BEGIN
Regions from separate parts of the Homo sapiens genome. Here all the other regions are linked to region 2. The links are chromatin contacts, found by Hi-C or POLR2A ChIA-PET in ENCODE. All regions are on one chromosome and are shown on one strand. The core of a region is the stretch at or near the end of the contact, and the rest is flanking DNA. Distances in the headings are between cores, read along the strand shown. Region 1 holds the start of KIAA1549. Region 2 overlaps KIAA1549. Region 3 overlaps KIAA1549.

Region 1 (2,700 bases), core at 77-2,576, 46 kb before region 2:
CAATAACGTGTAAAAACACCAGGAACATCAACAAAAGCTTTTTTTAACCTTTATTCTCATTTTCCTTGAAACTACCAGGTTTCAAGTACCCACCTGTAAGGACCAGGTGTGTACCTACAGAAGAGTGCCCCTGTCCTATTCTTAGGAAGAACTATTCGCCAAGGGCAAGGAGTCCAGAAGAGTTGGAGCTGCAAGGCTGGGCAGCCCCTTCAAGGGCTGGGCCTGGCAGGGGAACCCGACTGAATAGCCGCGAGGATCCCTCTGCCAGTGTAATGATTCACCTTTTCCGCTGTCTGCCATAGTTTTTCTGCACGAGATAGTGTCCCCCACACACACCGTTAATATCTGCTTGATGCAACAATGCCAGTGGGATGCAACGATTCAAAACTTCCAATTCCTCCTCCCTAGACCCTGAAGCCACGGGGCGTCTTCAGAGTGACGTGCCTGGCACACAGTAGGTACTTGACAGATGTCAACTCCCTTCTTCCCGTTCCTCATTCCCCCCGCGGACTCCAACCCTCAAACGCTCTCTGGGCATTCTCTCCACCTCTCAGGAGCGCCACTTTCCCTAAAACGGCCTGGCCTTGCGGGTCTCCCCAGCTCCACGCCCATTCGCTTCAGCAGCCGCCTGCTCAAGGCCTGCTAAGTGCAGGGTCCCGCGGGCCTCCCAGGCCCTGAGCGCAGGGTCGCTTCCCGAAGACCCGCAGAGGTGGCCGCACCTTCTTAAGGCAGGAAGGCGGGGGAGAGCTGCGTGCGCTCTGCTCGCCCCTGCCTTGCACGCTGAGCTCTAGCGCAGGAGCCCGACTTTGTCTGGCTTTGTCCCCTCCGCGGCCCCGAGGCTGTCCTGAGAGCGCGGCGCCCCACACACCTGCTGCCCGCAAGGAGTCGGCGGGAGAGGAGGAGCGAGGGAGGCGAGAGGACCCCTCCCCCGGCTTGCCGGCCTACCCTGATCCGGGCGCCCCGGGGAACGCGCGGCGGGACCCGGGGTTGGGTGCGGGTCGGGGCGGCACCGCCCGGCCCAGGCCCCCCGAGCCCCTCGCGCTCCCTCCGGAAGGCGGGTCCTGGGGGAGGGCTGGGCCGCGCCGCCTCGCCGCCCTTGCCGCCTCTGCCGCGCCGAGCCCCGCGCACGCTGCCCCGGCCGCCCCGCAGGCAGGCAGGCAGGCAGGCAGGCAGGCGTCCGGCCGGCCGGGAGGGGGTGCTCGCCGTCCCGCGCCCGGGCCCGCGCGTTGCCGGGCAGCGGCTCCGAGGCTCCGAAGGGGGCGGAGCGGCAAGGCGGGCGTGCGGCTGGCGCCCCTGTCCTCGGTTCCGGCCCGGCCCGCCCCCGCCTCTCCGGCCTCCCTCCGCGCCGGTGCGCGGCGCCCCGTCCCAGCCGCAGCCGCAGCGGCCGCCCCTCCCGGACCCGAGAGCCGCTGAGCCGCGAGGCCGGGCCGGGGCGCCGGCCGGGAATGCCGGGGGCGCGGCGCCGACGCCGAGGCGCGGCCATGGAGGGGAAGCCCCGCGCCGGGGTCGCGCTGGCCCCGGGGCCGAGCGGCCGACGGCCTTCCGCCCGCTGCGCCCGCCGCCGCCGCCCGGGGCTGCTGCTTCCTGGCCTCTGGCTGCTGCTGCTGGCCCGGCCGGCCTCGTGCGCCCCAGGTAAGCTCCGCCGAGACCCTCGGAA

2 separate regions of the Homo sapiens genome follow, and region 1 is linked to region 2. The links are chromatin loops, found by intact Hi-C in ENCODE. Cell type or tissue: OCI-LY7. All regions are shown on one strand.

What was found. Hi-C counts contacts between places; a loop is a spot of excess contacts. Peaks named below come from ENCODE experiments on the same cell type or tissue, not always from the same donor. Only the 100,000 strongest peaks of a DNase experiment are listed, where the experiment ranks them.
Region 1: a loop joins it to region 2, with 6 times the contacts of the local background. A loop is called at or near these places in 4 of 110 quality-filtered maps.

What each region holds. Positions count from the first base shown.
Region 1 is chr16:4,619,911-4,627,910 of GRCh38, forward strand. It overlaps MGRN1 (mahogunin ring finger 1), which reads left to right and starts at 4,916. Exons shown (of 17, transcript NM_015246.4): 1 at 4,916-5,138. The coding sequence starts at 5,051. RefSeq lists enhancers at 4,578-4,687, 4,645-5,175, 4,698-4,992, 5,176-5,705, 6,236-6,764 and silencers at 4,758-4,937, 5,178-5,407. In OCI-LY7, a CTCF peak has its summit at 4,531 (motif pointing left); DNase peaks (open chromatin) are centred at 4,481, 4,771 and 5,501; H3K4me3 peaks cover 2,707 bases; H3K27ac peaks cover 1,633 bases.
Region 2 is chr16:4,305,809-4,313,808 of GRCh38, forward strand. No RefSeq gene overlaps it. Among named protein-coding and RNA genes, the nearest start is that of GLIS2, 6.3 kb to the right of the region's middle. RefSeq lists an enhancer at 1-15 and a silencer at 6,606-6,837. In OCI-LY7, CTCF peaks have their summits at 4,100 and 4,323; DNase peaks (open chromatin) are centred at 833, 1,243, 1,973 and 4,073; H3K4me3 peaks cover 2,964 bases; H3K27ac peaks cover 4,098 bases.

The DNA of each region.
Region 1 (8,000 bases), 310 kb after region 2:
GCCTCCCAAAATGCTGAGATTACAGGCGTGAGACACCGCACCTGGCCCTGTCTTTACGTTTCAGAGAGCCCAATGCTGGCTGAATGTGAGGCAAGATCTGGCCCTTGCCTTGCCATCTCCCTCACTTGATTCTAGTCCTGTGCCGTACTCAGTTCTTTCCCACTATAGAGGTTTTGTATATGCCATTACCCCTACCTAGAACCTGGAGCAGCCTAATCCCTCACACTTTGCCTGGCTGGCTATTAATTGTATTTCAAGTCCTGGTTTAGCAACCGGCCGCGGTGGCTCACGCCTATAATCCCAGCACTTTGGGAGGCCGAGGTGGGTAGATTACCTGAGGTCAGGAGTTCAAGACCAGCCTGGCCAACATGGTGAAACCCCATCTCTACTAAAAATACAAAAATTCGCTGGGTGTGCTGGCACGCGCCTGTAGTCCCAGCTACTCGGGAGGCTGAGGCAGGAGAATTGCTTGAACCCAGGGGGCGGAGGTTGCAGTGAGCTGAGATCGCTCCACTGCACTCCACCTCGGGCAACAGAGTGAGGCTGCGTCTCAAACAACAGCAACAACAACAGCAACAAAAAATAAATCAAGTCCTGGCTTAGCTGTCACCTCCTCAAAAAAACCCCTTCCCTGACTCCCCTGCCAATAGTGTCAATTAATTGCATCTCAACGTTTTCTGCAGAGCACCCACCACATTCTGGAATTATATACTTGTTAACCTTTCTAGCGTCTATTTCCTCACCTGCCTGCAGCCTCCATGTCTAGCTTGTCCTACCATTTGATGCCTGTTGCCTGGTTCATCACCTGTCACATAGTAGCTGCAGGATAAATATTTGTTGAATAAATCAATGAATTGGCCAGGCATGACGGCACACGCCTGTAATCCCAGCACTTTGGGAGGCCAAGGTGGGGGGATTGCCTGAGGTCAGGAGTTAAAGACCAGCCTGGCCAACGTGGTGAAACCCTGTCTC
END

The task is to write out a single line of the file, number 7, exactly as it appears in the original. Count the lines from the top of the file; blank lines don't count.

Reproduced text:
What each region holds. Positions count from the first base shown.